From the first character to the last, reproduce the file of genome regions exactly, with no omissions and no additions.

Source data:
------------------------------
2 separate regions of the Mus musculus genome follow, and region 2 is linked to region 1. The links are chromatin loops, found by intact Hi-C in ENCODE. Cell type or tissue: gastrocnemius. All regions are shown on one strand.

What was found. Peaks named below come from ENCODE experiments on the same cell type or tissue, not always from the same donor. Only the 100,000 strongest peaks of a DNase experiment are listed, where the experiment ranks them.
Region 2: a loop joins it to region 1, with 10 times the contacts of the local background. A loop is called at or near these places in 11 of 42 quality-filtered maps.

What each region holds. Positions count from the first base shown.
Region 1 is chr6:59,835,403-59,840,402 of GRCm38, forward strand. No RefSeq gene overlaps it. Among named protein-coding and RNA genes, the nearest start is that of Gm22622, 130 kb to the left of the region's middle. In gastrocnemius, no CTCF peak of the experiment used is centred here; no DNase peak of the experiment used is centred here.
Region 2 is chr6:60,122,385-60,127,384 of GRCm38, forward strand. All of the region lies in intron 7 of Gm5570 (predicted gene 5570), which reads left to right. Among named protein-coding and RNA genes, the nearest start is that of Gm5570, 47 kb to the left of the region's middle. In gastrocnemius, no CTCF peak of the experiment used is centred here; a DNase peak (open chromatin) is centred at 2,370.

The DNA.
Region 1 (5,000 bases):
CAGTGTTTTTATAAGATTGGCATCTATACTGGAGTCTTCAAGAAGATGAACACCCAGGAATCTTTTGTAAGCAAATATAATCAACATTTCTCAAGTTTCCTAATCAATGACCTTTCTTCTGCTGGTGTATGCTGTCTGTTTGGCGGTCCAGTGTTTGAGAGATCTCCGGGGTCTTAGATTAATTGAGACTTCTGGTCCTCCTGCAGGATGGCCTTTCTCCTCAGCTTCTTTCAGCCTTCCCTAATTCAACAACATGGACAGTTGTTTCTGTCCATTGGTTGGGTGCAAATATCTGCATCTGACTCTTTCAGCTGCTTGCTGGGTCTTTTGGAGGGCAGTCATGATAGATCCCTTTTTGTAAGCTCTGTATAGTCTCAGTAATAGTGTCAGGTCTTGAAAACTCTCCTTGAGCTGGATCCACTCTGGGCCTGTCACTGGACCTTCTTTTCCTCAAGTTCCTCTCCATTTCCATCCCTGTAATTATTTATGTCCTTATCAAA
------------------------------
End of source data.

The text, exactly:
2 separate regions of the Mus musculus genome follow, and region 2 is linked to region 1. The links are chromatin loops, found by intact Hi-C in ENCODE. Cell type or tissue: gastrocnemius. All regions are shown on one strand.

What was found. Peaks named below come from ENCODE experiments on the same cell type or tissue, not always from the same donor. Only the 100,000 strongest peaks of a DNase experiment are listed, where the experiment ranks them.
Region 2: a loop joins it to region 1, with 10 times the contacts of the local background. A loop is called at or near these places in 11 of 42 quality-filtered maps.

What each region holds. Positions count from the first base shown.
Region 1 is chr6:59,835,403-59,840,402 of GRCm38, forward strand. No RefSeq gene overlaps it. Among named protein-coding and RNA genes, the nearest start is that of Gm22622, 130 kb to the left of the region's middle. In gastrocnemius, no CTCF peak of the experiment used is centred here; no DNase peak of the experiment used is centred here.
Region 2 is chr6:60,122,385-60,127,384 of GRCm38, forward strand. All of the region lies in intron 7 of Gm5570 (predicted gene 5570), which reads left to right. Among named protein-coding and RNA genes, the nearest start is that of Gm5570, 47 kb to the left of the region's middle. In gastrocnemius, no CTCF peak of the experiment used is centred here; a DNase peak (open chromatin) is centred at 2,370.

The DNA.
Region 1 (5,000 bases):
CAGTGTTTTTATAAGATTGGCATCTATACTGGAGTCTTCAAGAAGATGAACACCCAGGAATCTTTTGTAAGCAAATATAATCAACATTTCTCAAGTTTCCTAATCAATGACCTTTCTTCTGCTGGTGTATGCTGTCTGTTTGGCGGTCCAGTGTTTGAGAGATCTCCGGGGTCTTAGATTAATTGAGACTTCTGGTCCTCCTGCAGGATGGCCTTTCTCCTCAGCTTCTTTCAGCCTTCCCTAATTCAACAACATGGACAGTTGTTTCTGTCCATTGGTTGGGTGCAAATATCTGCATCTGACTCTTTCAGCTGCTTGCTGGGTCTTTTGGAGGGCAGTCATGATAGATCCCTTTTTGTAAGCTCTGTATAGTCTCAGTAATAGTGTCAGGTCTTGAAAACTCTCCTTGAGCTGGATCCACTCTGGGCCTGTCACTGGACCTTCTTTTCCTCAAGTTCCTCTCCATTTCCATCCCTGTAATTATTTATGTCCTTATCAAA